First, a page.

On 2017-10-20 15:25:29.305273 by (mod) - must the inspector examine where the foundation contacts the soil?
OPINION: A home inspector cannot and should not be held liable for failure to *inspect* any system or component that she cannot inspect or cannot inspect fully because of lack of access, safety concerns, or inability to operate.
That includes foundation defects in areas of the foundation that are not accessible.
Examples of inaccessible foundations include a basement whose walls are covered with finish materials like drywall and paneling, and outside portions of the foundation that are below ground or are inaccessible for any reason, including perhaps dense shrubbery.
Those rules apply to deck support as well.
However, when an inspection is limited there are other things an inspector should do and should be held accountable for:
1. if there is visual evidence of a likely foundation defect, such as evidence of structural movement (cracks, out of level, gaps, separation of framing members, sagging, even a very bouncy floor, or evidence of repeated repairs), and when such evidence can be observed simply by directing one's visual attention to it, then that should be reported along with an explanation of its significance or import.
2. For any of the required inspection components (listed in home inspection standards and laws including New Jersey's) for which inspection is limited, the inspector must tell you that her inspection was limited, explain why, and where there is evidence such as in the example I just gave above, the inspector must tell you (or her client) that additional steps to obtain more information are warranted (in her opinion).
On 2017-10-20 by Jodi
LEGALLY - is INSPECTOR in NJ liable to observe/notice foundation/whatever connects deck to ground, even it there is landscaping present?
On 2017-10-08 by (mod) -
You don't state where you live, and that may be important and answering your question since the local building code official will have the final Authority on just what building parameters are acceptable or not.
Frankly I would be surprised at a requirement that a building be modified to increase crawl space height.
Let's find out if what you're told is actually what the inspector intended to say. For example a home inspector may decline to inspect an area that she considers inaccessible because of such low height.
On 2017-10-07 by dan
I am selling my home and the purchasing home inspector states I have an area under my home that has a clearance of 12 inches and it needs to be 18. It is one area and it can literally be accessed on both sides of the section that is at the 12 inches.
On 2017-01-13 by (mod) - on site the inspector decides what is safe to access
I cannot assess the accessiblity of your crawl space from a simple e-text.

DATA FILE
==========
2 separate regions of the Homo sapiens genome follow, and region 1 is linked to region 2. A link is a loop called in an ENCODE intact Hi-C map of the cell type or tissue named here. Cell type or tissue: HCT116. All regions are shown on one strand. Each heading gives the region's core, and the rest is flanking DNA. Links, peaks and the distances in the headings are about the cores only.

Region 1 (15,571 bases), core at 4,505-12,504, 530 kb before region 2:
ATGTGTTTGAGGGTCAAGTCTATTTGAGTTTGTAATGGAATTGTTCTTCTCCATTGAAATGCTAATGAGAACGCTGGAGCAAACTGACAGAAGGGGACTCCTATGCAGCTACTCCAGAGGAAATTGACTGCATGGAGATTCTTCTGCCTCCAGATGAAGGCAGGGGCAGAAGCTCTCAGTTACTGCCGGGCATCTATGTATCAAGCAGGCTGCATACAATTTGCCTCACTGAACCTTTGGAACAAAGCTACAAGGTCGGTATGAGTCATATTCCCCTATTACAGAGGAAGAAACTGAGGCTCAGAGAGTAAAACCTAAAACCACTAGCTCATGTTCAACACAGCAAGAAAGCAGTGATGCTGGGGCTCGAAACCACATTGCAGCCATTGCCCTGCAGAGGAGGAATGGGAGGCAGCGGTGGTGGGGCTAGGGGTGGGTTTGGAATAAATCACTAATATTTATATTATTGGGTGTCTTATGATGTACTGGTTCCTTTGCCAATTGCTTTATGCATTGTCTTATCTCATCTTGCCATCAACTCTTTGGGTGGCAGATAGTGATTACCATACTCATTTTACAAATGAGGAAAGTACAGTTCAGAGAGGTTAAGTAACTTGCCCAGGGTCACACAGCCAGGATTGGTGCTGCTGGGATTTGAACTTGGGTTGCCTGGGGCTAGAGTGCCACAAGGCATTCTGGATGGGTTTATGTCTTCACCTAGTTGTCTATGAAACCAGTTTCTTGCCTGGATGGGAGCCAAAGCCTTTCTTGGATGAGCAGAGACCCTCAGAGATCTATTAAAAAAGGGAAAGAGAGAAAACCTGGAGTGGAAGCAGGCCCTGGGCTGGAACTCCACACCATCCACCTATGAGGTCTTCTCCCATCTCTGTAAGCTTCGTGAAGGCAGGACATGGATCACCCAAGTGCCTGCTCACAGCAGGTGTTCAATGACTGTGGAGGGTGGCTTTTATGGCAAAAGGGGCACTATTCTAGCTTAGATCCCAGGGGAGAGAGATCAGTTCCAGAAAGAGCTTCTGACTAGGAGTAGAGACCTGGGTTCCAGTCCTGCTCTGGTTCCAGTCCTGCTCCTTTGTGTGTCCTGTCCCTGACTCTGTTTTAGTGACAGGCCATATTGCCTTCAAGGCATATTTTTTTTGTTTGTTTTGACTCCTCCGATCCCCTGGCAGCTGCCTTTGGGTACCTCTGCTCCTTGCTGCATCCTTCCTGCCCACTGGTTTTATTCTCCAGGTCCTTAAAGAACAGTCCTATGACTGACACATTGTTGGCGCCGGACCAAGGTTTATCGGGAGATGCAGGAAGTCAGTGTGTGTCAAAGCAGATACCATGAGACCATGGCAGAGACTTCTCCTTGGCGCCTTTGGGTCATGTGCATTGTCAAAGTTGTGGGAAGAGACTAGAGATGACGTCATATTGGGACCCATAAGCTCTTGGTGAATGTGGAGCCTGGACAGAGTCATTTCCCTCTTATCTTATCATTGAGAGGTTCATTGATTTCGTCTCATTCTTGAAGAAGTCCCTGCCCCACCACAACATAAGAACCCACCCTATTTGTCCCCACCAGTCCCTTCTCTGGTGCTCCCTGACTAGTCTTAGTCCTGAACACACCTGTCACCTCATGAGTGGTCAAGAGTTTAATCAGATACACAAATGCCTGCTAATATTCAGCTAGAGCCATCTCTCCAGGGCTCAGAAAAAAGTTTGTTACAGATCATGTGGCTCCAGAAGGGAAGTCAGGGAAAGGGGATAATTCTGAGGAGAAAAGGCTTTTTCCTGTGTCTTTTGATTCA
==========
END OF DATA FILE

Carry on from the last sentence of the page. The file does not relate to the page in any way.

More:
There may be no legal requirement that you make it easier to access the crawl area, but it would certainly make sense. Crawl spaces are notorious as problem areas specifically because it's hard to get into those spaces so nobody does - at least not often - so problems like leaks, rot, mold, insect infestation can develop for a long time before anybody notices.
Home inspectors are permitted, indeed expected, to make individual decisions, on the job, at the site, about what they can or cannot safely access.
I participated in changing the ASHI Standard to this effect many years ago after a Canadian inspector fell to his death while climbing an access ladder that he had already described as unsafe and one that he did not want to go-up. He felt compelled, He died.
However the inspector is certainly not an authority who can (nor should) require you as a seller to do anything.
He or she should, however, warn of an unsafe condition if one is observed, and for the inspection client, he or she must do more than say "not-accessed" and must help the client understand what that means and what should be done about it.
On 2017-01-13 by Nena
I am trying to sell my house. There is an opening to the crawl space that a 5'9" person can get into. An inspector said that I have to make a bigger accessible opening in my house...do I need to do this?
On 2016-07-11 by (mod) -
I have listed for you what a competent home inspector, and one who is working for you not for the seller or realtor, can do to help address the level of risk and the decision to explore further (or to defer it) for any building with any inaccessible area.
If an inspector refuses to answer questions about or to interpret or clarify his or her inspection report I would ask for a refund of the inspection fee.
On 2016-07-11 by Vicki schneider - inspection report states "crawl space not inspected, not accessible."
Thanks for your response. My inspection report states "crawl space not inspected, not accessible."
That's it. He didn't warn me about any of the issues you mentioned, but I knew they could have these issues. That's the main reason I wanted the home inspected.
I didn't know it would be inaccessible!
Frustrating! The only thing I learned is it has yellow insulation!
I'm not feeling very comfortable buying the house not knowing what might be lurking beneath.
Possibly the village building inspector could give me information on how the crawl space was built? Would he have inspected it before it was closed up to know if it has a dirt floor, etc? I'll go there in the morning and see if there's anything in the village records.
Regarding getting out of my contract, I was referring to my contract to buy the house, not the inspection agreement, which, by the way, he gave me to sign after the inspection!
On 2016-07-10 by (mod) -
There are few building defects or repair needs that are so costly that one could say categorically that a home shouldn't be purchased.
But certainly your inspector would be expected to have
1. warned you about the possibility of water, mold, structural problems, insect damage, rot, etc. that are at risk whenever there is a building area that can't be entered, particularly at a crawl space.
2. told you what external evidence can be seen (drainage towards the building foundation, cracks, movement, odors, visible signs of water entry in the crawl from the limited access port through which the inspector took photos
3. based on the above, given you an opinon about the importance of further investigation that is or is not justified before buying the home.
If your inspector can't or won't answer questions about the meaning of his/her observations, I'd ask for my money back.
On 2016-07-10 05:39:13.388351 by Vicki schneider
The house I have an accepted offer on has just been inspected. It has a basement except one room has an inaccessible crawl space. Too small to get into so the inspector took pictures of the batting insulation.
No idea if it has dirt floor, plastic covering, mold or rodent issues. Should I, can I, back out of my contract?